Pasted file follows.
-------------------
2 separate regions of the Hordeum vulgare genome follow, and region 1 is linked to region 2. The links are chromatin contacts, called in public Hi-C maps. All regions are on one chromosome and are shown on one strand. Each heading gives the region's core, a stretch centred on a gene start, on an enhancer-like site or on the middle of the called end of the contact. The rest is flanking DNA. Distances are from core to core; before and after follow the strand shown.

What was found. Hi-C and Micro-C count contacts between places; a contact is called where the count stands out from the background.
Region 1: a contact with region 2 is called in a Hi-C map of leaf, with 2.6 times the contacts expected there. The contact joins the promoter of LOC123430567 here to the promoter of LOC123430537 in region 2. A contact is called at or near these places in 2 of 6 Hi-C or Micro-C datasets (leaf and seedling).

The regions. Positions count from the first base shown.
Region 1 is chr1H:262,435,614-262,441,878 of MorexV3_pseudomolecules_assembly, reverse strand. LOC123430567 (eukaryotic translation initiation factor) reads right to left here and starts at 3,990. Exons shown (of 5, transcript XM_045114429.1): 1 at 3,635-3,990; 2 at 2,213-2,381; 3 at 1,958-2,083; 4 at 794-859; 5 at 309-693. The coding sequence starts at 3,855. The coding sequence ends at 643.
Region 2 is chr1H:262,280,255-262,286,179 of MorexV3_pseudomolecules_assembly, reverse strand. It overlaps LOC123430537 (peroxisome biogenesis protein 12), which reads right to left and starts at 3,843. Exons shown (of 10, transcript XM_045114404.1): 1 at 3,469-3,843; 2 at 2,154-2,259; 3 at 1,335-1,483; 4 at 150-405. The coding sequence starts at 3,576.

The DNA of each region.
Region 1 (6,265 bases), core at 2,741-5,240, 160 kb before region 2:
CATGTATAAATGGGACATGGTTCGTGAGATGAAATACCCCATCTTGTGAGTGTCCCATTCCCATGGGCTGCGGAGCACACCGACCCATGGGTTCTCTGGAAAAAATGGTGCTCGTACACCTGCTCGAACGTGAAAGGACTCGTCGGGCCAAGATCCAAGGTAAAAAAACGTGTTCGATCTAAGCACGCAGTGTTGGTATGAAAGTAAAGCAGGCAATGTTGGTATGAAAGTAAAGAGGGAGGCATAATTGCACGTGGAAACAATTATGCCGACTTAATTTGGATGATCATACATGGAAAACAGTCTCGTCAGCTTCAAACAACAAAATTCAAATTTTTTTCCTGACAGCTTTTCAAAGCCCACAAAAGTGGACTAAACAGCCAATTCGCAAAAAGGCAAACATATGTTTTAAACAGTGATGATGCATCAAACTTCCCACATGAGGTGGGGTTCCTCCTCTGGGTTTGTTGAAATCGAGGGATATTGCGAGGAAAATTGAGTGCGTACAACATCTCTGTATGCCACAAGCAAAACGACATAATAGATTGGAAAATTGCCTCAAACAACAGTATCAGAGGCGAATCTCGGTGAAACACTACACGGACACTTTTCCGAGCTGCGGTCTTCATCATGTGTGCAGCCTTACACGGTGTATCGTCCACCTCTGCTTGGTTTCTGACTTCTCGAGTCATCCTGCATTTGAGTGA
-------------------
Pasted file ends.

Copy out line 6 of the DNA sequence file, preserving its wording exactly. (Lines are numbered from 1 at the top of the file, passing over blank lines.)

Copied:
Region 2 is chr1H:262,280,255-262,286,179 of MorexV3_pseudomolecules_assembly, reverse strand. It overlaps LOC123430537 (peroxisome biogenesis protein 12), which reads right to left and starts at 3,843. Exons shown (of 10, transcript XM_045114404.1): 1 at 3,469-3,843; 2 at 2,154-2,259; 3 at 1,335-1,483; 4 at 150-405. The coding sequence starts at 3,576.